[Edited to address the addendum to the question]

The giving advice of "quit" has been discussed on meta.workplace a few times, and for the most part, it's really not a valid answer. You can always say, "Just quit", irrespective of the issue, so you can take it as assumed knowledge that the OP already knows this.

We try to look beyond the obvious "quit" option, which has its own huge array of potential issues for the OP, for other ways to deal with a workplace problem. Yes, there will be cases when the best option is to leave, but it is not the first place we should go when answering a question.

  • So while it may be possible to extract the demographic information, practically, it isn't a useful exercise - out of curiosity, is it possible? I'm fairly new to the site analytics but don't see anything there about demographics - just historical volume of posts, votes and traffic in line charts, or traffic sources in pie charts. Maybe I'm missing something? – dwizum Jun 24 at 15:33
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    @dwizum not actually analytics, but usually, I check the asker's profile to see if they have a location indicated, and use that to make my answer more on-point whenever possible – DarkCygnus Jun 24 at 22:09
  • @dwizum I honestly haven't tried, which is why I should have perhaps italicized my "may be possible." :) As per my answer, however, statistics don't answer specifics, and every question is asked by a person with a specific (although possibly non-unique) issue. Our job as a community is to try to answer that question in such a way that it's useful to them and hopefully to others who may come across it later on :) – Jane S Jun 24 at 23:02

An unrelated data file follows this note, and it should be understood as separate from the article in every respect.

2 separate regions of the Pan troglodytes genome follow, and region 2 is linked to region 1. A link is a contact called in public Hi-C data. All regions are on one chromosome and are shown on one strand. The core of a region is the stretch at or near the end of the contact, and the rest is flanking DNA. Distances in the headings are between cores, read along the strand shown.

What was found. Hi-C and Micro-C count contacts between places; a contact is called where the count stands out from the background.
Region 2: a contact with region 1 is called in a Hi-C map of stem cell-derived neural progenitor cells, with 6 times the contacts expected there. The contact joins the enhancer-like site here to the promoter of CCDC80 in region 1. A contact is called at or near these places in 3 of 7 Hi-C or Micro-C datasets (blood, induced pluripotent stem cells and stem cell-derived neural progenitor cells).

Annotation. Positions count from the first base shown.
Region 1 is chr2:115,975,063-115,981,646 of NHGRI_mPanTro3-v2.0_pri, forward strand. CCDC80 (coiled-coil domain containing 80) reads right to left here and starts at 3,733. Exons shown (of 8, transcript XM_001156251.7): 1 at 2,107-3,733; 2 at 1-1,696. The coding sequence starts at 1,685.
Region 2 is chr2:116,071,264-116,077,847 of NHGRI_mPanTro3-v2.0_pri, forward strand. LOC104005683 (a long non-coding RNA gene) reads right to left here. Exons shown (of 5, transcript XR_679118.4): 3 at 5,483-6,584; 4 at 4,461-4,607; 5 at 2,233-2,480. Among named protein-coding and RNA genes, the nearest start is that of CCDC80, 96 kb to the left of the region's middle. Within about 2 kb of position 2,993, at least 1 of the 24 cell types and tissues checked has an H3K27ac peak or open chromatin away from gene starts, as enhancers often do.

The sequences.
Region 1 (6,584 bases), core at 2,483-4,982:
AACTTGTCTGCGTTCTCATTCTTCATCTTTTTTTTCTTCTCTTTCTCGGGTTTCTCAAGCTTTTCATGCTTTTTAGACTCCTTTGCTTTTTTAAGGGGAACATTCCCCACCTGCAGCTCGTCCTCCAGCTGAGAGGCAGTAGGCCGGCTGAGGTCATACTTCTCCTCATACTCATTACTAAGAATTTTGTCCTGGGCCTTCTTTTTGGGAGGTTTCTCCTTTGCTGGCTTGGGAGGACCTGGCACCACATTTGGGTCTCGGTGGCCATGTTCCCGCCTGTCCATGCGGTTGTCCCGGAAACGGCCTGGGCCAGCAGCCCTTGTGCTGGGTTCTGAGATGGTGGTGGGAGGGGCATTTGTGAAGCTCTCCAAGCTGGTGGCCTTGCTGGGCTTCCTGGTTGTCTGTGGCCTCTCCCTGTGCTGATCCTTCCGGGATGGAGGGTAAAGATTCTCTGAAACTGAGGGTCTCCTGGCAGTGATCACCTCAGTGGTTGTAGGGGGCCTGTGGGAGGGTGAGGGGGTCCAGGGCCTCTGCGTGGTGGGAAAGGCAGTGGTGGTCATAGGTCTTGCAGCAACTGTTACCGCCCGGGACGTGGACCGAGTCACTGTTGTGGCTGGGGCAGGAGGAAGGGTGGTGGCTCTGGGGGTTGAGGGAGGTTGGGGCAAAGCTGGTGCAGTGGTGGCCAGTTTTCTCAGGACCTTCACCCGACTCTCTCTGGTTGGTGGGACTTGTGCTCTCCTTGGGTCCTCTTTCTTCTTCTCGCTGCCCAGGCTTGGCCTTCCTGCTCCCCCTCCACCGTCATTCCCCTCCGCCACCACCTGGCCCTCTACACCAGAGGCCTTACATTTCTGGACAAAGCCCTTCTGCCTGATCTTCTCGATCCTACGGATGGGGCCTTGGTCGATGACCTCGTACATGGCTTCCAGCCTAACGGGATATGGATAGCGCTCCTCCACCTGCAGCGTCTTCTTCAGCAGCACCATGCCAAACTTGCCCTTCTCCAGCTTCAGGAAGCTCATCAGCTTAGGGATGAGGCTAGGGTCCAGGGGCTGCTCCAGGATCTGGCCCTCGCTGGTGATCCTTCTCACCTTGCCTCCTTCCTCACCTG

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    @JaneS I agree with you regarding the overall question - we shouldn't try to apply a broad concept like site analytics in this manner, instead we should answer each question based on it's specifics. More than anything, I asked out of curiosity - since I've just recently gained access to the site analytics and have spent all of about 2 minutes looking at them, I wasn't sure if I was missing something or not! – dwizum Jun 25 at 12:43
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My response is entirely too long to be a comment, so I'm writing it as an answer instead.

The inclusion of demographic information would be useful if it didn't explode the number of questions all having a reasonably similar set of facts.

"I just learned I'm the least paid employee in the entire company, and I will never get a new monitor, desk, or chair. Should I quit?"

That's a fake question, but it is intended to capture a broad enough sentiment as to be generic -- the asker is being treated very poorly. Should they quit?

The answer really does depend on the situation of the asker. But also, not the "demographics of the answerer" because I know how to adjust an answer for someone who needs "experience, any experience, Oh. Dear. G-d. Can I just get some experience?"

This gets back to something about this site -- we really do need to be telling people WHY we're giving an answer and what our basis for that answer is.

So, TL;DR -- We don't need demographics, we need the people answering the questions to explain their thinking.

  • Funny, though, that we can tell you are in Austin TX from your username alone :0) – DarkCygnus Jul 9 at 20:14
  • Actually, I'm not. I moved to the Frozen North ;) – Julie in Austin Jul 10 at 14:26